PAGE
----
Sermon: Fourth Sunday before Lent, 5 February 2017, St John the Divine

Readings  Isaiah 58.1-9, 1 Corinthians 2.1-12, Matthew 5.13-20

Preacher  Revd Neil Summers

The symbol of salt has a bewildering range of allusions in the Bible. Salt destroys and salt preserves.  We read in the Book of Judges that King Abimelech used it as a weapon of war when he ‘sowed salt’ in the ruins of Shechem, so that nothing would be able to grow there.   Lot’s unfortunate wife turned to a pillar of salt on the road from Sodom – and she’s still there!  I’ve seen her! – well, if I am to accept the words of the tour guide who drove us through the Jordanian desert a few years back.  Salt purifies. Elijah throws salt into a poisoned spring (II Kings) and at once its water is clean. Did you know the holy water in the stoup has a few grains of salt in it as well, for purification?  Salt brings out the taste of a dish.  I’m not sure if you’ve ever eaten something called purslane, but I guess we must take poor old Job’s word for it (ch.6) when he says ‘the slime of the purslane’ (apparently an otherwise highly nutritious leafy plant) is inedible without it.  Salt heals, and is an antiseptic.  Salt is also associated with God’s bond with his people. The salt with which offerings are to be seasoned is ‘the salt of the covenant’, according to Leviticus.  St Paul, whose own words were anything but bland, tells the Colossians and, by extension, us, too, to ensure that our conversations are ‘seasoned with salt’, a timely reminder in these days of political fragmentation with so many people trying to out-shout each other.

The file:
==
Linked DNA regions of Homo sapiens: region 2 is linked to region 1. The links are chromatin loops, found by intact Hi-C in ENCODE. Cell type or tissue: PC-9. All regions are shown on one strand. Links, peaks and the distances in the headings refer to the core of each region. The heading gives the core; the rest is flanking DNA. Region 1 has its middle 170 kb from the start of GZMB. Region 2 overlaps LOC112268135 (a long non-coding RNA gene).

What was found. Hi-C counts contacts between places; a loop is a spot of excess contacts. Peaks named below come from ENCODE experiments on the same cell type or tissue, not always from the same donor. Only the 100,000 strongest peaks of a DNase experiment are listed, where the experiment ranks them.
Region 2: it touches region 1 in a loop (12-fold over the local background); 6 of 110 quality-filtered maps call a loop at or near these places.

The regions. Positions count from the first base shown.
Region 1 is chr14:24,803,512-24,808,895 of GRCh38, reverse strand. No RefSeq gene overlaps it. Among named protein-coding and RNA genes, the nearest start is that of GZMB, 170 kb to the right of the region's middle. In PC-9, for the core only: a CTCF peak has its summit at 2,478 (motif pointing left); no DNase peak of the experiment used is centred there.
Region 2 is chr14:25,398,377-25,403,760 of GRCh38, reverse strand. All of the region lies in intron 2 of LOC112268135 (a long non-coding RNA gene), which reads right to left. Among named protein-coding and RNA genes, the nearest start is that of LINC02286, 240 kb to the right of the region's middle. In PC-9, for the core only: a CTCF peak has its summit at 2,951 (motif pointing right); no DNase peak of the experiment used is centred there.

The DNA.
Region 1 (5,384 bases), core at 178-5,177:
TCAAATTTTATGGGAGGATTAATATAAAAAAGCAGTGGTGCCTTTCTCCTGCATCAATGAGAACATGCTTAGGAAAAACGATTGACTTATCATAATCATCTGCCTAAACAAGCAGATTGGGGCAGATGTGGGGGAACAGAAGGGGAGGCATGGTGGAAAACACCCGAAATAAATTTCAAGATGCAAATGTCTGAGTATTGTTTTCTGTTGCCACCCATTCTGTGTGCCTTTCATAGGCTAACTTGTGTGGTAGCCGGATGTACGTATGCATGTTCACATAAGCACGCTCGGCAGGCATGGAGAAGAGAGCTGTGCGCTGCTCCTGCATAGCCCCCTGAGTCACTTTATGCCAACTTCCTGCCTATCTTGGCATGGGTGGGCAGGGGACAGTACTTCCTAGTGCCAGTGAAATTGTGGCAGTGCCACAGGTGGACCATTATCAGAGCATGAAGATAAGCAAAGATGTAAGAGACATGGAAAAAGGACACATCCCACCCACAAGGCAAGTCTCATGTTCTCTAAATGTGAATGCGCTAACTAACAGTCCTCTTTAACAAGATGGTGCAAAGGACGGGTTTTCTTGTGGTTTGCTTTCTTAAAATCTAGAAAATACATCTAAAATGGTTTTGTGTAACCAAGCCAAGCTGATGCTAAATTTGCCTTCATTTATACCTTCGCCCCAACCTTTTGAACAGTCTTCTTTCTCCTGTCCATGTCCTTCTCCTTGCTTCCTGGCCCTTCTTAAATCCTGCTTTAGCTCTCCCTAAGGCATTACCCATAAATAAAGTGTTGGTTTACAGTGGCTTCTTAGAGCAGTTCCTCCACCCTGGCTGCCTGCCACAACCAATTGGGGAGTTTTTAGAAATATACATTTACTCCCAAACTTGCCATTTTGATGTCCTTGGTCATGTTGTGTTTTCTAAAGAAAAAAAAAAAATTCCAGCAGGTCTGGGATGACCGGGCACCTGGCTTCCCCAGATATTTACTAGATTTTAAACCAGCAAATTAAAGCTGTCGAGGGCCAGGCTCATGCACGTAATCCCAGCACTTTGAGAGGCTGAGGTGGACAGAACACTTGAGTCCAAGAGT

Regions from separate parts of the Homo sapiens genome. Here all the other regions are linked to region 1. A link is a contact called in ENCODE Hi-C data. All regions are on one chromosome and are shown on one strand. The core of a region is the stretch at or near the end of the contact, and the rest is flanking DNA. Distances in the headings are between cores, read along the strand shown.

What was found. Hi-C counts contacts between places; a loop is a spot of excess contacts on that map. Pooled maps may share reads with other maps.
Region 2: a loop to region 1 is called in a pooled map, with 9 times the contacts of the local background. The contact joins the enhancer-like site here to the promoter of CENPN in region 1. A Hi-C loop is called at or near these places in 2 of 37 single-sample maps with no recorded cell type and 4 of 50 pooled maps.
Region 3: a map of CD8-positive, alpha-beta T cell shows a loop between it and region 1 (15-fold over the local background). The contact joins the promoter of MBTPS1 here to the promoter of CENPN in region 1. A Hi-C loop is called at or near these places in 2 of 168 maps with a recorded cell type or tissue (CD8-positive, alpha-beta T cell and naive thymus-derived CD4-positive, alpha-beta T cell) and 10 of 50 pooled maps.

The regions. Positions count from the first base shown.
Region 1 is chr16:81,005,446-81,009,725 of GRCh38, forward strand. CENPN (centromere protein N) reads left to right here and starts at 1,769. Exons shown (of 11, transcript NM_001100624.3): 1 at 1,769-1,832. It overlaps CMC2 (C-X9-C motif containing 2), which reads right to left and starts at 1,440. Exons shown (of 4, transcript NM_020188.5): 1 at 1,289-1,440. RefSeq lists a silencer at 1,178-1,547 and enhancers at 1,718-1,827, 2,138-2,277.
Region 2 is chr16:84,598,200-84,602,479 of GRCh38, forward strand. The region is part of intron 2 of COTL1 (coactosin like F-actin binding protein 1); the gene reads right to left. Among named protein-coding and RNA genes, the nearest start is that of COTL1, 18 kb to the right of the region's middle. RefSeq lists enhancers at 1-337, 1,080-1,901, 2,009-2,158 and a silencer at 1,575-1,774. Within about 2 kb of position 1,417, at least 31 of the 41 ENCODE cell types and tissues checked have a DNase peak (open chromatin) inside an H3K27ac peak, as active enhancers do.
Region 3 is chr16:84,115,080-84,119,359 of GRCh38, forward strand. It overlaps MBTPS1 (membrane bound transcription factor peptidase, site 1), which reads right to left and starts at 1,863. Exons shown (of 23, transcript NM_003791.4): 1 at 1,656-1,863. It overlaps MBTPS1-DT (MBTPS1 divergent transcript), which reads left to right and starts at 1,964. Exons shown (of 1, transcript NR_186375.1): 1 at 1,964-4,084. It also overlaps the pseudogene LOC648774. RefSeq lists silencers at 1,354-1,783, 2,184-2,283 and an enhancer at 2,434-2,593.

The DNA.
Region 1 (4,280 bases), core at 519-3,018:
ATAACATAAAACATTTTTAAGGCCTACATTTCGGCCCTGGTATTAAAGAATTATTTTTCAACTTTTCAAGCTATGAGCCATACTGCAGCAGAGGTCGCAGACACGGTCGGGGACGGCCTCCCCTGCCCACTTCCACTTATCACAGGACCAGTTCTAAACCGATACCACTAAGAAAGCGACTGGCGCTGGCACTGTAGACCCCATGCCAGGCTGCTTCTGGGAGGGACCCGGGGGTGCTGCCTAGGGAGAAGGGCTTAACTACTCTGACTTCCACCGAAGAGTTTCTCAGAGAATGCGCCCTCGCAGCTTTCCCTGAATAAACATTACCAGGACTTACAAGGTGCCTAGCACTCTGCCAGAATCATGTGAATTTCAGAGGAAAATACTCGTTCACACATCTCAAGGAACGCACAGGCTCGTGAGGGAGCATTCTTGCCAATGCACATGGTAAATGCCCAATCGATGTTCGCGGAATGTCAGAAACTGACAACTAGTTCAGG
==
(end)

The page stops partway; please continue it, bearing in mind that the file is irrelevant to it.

Salt today is used for all sorts of purposes: yes, cooking/seasoning, but also for putting in the dishwasher, or preventing ice forming on the roads.  Back in the time of Jesus, it was also a metaphor for eating together, and it was associated with unbreakable bonds.  It was also, symbolically, a sign of purity, and physically, an element in sacrifices.  Roman soldiers were paid either an allowance to purchase salt or were paid for guarding the salt roads to Rome; scholars vary on this, but either way they received a salary; that’s where the word originates.  For humans, salt is a two-edged sword.  You must have some in order to survive, but too much can be lethal.  Isn’t the experts’ daily recommendation about 6g a day?